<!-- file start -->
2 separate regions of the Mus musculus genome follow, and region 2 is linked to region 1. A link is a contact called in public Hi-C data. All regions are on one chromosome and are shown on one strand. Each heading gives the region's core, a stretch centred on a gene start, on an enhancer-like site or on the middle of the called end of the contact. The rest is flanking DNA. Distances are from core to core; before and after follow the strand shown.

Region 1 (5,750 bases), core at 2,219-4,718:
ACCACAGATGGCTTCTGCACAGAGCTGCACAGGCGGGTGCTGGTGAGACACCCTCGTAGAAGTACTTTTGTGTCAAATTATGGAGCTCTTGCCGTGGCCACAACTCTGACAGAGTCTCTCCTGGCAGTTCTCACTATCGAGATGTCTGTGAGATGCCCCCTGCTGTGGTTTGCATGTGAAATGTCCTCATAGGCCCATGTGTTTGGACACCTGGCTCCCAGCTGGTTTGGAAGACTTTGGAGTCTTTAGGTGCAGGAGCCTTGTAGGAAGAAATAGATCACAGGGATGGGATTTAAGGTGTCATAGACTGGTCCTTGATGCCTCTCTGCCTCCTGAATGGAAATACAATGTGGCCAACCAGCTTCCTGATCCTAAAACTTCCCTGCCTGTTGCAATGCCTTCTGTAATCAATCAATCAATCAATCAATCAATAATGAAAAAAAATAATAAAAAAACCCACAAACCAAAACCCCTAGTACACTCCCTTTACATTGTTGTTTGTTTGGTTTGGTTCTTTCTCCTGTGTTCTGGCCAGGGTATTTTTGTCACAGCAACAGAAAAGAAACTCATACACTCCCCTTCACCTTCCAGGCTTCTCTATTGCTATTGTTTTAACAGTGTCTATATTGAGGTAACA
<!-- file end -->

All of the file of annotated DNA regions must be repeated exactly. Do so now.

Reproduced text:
2 separate regions of the Mus musculus genome follow, and region 2 is linked to region 1. A link is a contact called in public Hi-C data. All regions are on one chromosome and are shown on one strand. Each heading gives the region's core, a stretch centred on a gene start, on an enhancer-like site or on the middle of the called end of the contact. The rest is flanking DNA. Distances are from core to core; before and after follow the strand shown.

Region 1 (5,750 bases), core at 2,219-4,718:
ACCACAGATGGCTTCTGCACAGAGCTGCACAGGCGGGTGCTGGTGAGACACCCTCGTAGAAGTACTTTTGTGTCAAATTATGGAGCTCTTGCCGTGGCCACAACTCTGACAGAGTCTCTCCTGGCAGTTCTCACTATCGAGATGTCTGTGAGATGCCCCCTGCTGTGGTTTGCATGTGAAATGTCCTCATAGGCCCATGTGTTTGGACACCTGGCTCCCAGCTGGTTTGGAAGACTTTGGAGTCTTTAGGTGCAGGAGCCTTGTAGGAAGAAATAGATCACAGGGATGGGATTTAAGGTGTCATAGACTGGTCCTTGATGCCTCTCTGCCTCCTGAATGGAAATACAATGTGGCCAACCAGCTTCCTGATCCTAAAACTTCCCTGCCTGTTGCAATGCCTTCTGTAATCAATCAATCAATCAATCAATCAATAATGAAAAAAAATAATAAAAAAACCCACAAACCAAAACCCCTAGTACACTCCCTTTACATTGTTGTTTGTTTGGTTTGGTTCTTTCTCCTGTGTTCTGGCCAGGGTATTTTTGTCACAGCAACAGAAAAGAAACTCATACACTCCCCTTCACCTTCCAGGCTTCTCTATTGCTATTGTTTTAACAGTGTCTATATTGAGGTAACA